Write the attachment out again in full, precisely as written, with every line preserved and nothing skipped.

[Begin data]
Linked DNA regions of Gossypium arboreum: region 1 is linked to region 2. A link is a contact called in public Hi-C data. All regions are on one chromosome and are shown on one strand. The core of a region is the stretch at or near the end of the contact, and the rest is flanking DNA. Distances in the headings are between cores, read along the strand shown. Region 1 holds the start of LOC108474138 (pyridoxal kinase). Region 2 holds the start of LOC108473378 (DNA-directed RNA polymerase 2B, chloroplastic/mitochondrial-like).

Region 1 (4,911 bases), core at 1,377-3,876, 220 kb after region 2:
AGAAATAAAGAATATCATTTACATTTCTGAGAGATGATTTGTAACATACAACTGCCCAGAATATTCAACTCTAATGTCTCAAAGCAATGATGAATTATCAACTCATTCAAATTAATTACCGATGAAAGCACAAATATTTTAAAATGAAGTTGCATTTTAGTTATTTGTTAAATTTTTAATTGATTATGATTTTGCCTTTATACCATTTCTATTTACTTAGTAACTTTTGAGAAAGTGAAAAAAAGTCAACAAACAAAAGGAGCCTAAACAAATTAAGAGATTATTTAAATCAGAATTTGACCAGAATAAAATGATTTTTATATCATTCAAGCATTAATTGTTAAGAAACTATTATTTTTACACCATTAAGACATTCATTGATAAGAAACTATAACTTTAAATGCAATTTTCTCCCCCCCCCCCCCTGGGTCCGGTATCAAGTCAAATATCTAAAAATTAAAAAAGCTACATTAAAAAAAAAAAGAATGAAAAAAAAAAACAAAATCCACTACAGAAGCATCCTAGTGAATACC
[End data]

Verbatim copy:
Linked DNA regions of Gossypium arboreum: region 1 is linked to region 2. A link is a contact called in public Hi-C data. All regions are on one chromosome and are shown on one strand. The core of a region is the stretch at or near the end of the contact, and the rest is flanking DNA. Distances in the headings are between cores, read along the strand shown. Region 1 holds the start of LOC108474138 (pyridoxal kinase). Region 2 holds the start of LOC108473378 (DNA-directed RNA polymerase 2B, chloroplastic/mitochondrial-like).

Region 1 (4,911 bases), core at 1,377-3,876, 220 kb after region 2:
AGAAATAAAGAATATCATTTACATTTCTGAGAGATGATTTGTAACATACAACTGCCCAGAATATTCAACTCTAATGTCTCAAAGCAATGATGAATTATCAACTCATTCAAATTAATTACCGATGAAAGCACAAATATTTTAAAATGAAGTTGCATTTTAGTTATTTGTTAAATTTTTAATTGATTATGATTTTGCCTTTATACCATTTCTATTTACTTAGTAACTTTTGAGAAAGTGAAAAAAAGTCAACAAACAAAAGGAGCCTAAACAAATTAAGAGATTATTTAAATCAGAATTTGACCAGAATAAAATGATTTTTATATCATTCAAGCATTAATTGTTAAGAAACTATTATTTTTACACCATTAAGACATTCATTGATAAGAAACTATAACTTTAAATGCAATTTTCTCCCCCCCCCCCCCTGGGTCCGGTATCAAGTCAAATATCTAAAAATTAAAAAAGCTACATTAAAAAAAAAAAGAATGAAAAAAAAAAACAAAATCCACTACAGAAGCATCCTAGTGAATACC